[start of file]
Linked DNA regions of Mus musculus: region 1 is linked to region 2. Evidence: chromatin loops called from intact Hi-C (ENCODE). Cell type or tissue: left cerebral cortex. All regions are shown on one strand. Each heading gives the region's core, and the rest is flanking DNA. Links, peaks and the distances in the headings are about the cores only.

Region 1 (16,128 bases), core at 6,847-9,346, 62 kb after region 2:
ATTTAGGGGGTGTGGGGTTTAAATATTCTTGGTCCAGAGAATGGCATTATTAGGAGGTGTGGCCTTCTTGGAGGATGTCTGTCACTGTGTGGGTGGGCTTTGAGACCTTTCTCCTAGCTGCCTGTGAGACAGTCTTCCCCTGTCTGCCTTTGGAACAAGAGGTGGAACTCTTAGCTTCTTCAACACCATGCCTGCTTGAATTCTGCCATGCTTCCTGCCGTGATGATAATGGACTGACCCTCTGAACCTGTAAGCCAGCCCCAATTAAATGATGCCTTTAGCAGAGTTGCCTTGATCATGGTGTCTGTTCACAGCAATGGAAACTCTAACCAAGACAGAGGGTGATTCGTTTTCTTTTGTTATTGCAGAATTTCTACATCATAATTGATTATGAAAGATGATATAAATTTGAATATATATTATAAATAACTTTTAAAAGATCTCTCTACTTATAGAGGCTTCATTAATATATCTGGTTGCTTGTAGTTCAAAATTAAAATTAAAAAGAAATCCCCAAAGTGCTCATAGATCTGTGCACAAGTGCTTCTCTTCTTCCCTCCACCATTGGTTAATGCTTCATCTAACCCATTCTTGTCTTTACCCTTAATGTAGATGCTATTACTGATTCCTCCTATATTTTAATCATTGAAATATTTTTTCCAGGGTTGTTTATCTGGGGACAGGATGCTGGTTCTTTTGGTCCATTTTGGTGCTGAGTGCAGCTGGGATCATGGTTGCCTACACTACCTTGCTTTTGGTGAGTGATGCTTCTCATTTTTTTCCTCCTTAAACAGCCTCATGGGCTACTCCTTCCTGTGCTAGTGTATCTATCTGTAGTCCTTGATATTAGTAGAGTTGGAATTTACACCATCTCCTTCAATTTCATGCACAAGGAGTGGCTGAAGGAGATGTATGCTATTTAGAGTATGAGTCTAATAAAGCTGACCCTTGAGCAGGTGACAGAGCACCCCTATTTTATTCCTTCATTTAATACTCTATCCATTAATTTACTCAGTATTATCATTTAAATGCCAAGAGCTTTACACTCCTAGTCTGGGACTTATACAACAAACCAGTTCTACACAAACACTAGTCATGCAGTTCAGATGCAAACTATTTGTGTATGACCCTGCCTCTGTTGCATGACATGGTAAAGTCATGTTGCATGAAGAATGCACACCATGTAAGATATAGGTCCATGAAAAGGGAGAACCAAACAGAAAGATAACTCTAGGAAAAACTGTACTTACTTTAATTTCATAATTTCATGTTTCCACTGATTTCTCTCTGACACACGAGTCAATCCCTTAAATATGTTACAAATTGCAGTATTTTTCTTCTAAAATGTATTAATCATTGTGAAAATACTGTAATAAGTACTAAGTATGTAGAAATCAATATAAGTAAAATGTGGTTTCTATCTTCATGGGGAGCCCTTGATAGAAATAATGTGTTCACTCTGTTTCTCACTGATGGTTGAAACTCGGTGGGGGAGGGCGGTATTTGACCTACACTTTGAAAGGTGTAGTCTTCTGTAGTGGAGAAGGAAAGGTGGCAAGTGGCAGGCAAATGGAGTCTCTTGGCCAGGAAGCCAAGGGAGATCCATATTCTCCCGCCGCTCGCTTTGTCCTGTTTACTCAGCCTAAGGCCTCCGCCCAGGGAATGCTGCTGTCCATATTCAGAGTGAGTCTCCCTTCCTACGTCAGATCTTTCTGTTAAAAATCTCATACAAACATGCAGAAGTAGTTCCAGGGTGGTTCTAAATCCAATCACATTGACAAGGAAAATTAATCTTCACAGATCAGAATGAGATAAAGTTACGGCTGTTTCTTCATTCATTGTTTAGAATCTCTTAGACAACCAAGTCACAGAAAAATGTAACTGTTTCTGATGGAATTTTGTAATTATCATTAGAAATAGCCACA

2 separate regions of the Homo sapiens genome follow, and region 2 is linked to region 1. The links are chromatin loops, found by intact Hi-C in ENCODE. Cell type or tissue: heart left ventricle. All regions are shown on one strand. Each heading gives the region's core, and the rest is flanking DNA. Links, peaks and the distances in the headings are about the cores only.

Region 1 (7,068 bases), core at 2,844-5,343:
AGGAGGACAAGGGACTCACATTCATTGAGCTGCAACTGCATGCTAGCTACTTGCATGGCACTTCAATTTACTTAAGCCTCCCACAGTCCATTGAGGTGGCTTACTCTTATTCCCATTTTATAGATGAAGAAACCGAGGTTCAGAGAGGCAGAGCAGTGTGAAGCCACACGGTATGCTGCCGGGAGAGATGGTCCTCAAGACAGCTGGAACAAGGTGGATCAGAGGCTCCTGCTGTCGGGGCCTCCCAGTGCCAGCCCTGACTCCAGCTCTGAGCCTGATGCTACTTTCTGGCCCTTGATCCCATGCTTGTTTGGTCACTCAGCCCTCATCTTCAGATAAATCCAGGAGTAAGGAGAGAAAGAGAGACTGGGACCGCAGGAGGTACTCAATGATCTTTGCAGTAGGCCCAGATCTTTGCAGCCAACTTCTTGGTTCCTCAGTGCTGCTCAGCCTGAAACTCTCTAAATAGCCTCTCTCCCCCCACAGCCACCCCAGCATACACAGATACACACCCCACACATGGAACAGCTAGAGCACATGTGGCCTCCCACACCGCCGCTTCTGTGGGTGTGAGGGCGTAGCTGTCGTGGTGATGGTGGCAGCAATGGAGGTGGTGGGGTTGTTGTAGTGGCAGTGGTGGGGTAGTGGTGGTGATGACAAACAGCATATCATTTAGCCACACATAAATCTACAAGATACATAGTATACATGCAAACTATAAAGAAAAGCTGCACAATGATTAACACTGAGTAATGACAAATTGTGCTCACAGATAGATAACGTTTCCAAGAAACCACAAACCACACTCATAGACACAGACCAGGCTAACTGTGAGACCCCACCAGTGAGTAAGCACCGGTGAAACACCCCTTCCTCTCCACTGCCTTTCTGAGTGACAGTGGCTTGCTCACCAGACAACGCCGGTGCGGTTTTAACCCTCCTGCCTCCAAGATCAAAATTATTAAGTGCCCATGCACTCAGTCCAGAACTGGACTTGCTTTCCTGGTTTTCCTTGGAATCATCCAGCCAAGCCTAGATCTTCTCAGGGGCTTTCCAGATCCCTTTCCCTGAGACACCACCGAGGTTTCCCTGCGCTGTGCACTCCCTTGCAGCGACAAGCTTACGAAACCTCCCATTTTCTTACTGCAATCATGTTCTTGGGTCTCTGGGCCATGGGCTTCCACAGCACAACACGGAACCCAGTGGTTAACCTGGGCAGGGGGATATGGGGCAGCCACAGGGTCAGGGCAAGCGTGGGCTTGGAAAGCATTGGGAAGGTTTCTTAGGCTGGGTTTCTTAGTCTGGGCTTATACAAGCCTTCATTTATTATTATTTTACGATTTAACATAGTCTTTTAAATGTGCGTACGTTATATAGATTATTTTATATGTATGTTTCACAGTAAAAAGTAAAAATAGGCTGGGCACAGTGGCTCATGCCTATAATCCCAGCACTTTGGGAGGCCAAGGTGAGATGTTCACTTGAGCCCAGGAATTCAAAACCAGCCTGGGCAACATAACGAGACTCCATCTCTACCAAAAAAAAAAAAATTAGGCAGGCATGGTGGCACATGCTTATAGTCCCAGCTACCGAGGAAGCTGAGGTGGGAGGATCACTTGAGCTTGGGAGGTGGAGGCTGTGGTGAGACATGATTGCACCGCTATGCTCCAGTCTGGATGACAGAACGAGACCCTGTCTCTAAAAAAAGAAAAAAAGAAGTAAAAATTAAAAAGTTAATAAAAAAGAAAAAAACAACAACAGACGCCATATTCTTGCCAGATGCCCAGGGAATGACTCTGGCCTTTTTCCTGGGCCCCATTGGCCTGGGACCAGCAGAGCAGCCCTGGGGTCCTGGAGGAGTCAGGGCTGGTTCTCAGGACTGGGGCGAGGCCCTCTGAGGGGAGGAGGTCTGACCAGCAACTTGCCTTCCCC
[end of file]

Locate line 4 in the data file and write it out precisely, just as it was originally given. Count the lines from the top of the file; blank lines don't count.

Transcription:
2 separate regions of the Homo sapiens genome follow, and region 2 is linked to region 1. The links are chromatin loops, found by intact Hi-C in ENCODE. Cell type or tissue: heart left ventricle. All regions are shown on one strand. Each heading gives the region's core, and the rest is flanking DNA. Links, peaks and the distances in the headings are about the cores only.